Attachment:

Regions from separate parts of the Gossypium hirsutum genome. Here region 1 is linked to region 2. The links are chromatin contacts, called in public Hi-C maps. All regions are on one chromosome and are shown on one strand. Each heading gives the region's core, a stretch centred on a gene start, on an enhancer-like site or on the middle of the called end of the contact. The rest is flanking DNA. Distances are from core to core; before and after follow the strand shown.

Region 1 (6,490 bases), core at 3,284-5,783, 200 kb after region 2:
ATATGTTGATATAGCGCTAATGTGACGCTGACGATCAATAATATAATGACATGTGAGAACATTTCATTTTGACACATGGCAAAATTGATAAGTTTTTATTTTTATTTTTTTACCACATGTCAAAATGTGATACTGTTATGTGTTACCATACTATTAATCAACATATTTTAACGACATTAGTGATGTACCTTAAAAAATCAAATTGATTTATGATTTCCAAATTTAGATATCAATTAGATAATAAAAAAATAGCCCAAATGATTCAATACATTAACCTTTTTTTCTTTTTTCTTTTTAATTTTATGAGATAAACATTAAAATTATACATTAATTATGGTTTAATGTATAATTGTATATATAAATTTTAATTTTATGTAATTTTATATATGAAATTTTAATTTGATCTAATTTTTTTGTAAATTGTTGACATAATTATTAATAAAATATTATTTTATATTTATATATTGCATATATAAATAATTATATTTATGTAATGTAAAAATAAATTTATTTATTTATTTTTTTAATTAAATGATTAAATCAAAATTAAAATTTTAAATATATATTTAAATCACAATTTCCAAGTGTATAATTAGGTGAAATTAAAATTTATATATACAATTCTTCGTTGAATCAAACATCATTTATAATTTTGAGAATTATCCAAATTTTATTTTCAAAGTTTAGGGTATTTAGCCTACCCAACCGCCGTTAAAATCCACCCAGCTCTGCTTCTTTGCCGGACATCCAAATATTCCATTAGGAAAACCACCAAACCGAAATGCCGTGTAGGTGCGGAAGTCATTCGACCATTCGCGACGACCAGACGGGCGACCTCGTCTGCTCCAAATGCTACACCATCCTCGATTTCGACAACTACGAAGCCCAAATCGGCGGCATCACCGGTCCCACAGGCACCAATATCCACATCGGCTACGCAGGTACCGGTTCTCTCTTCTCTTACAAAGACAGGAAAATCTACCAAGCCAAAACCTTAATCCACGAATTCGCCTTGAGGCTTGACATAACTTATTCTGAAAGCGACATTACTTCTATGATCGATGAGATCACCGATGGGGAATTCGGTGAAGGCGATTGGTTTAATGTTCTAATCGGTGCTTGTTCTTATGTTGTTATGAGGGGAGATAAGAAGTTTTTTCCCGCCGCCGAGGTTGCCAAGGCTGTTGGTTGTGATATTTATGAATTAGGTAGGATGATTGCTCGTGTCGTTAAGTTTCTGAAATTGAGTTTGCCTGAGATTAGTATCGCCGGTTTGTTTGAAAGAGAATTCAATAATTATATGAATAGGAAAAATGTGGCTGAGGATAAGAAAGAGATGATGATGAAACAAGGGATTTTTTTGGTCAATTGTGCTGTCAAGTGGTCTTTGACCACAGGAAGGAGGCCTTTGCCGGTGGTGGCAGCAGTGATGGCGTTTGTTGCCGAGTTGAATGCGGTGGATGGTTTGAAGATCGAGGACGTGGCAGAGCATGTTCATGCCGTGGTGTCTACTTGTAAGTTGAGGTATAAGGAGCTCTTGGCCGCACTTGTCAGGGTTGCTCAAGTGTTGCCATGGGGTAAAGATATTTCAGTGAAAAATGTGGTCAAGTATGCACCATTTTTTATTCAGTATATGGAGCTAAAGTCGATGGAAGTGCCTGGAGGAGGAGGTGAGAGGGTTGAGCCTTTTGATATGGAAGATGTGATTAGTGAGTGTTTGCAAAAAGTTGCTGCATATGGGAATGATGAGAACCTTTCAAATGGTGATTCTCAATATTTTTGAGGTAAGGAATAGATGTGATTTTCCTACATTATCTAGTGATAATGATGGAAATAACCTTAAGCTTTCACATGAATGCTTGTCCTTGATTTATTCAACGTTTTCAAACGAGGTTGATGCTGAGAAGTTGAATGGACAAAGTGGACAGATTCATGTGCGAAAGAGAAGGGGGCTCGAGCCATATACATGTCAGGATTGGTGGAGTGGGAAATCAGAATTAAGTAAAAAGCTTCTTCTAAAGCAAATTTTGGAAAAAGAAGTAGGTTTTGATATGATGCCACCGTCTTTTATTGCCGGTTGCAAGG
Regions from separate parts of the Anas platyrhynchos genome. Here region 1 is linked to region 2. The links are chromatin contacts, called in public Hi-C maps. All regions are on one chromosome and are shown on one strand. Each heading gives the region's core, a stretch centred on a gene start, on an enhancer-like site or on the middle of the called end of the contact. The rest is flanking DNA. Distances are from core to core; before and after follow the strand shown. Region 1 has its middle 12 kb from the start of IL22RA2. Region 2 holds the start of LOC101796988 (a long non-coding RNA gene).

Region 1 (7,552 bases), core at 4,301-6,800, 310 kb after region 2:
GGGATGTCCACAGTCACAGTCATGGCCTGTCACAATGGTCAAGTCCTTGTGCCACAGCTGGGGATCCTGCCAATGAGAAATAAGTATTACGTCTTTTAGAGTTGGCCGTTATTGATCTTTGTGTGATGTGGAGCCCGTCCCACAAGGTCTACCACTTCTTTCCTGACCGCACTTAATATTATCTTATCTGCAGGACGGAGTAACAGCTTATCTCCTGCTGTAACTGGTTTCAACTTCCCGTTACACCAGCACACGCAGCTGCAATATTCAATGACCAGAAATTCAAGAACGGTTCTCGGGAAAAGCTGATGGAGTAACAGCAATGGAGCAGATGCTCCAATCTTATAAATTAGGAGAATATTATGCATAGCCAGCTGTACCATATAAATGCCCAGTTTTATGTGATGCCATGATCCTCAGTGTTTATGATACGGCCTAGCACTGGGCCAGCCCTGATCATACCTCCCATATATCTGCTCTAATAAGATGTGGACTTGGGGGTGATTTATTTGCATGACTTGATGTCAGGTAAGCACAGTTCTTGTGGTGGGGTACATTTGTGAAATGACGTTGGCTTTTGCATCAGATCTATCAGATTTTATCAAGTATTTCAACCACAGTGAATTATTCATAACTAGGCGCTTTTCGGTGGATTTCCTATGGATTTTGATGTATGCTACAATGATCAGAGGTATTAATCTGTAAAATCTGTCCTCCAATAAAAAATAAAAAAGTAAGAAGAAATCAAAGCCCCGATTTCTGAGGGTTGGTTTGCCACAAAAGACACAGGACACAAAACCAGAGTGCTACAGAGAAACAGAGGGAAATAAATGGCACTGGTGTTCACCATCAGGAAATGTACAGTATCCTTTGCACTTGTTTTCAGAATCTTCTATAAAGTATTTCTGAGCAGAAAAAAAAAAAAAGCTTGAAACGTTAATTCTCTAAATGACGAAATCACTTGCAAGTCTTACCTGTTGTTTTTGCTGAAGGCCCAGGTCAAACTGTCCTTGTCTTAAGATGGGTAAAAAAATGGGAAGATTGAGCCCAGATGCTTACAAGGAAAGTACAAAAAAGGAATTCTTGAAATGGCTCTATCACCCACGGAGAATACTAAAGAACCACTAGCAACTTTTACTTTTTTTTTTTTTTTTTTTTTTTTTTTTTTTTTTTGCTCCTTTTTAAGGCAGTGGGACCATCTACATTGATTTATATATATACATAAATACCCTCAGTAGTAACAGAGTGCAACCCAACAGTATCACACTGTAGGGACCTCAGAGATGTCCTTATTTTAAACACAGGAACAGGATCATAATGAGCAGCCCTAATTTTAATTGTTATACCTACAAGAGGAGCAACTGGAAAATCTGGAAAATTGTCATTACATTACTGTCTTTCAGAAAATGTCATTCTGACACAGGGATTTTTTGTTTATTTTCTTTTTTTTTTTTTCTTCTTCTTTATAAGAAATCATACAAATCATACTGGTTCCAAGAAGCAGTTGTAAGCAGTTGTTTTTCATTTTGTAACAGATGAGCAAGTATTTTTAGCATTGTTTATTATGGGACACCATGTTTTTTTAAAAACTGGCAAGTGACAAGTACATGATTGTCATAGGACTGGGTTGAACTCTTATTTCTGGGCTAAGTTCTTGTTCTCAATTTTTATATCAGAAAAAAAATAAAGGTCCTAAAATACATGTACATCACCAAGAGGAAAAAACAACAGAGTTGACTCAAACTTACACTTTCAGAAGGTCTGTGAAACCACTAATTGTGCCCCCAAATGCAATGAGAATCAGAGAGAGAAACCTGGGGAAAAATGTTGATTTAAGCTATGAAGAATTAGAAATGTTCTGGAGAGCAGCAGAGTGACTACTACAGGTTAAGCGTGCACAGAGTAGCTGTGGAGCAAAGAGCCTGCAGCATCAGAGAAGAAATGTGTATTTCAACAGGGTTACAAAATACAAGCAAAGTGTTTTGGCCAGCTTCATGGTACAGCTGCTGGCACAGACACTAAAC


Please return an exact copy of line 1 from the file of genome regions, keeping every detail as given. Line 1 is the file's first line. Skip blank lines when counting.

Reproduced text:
Regions from separate parts of the Gossypium hirsutum genome. Here region 1 is linked to region 2. The links are chromatin contacts, called in public Hi-C maps. All regions are on one chromosome and are shown on one strand. Each heading gives the region's core, a stretch centred on a gene start, on an enhancer-like site or on the middle of the called end of the contact. The rest is flanking DNA. Distances are from core to core; before and after follow the strand shown.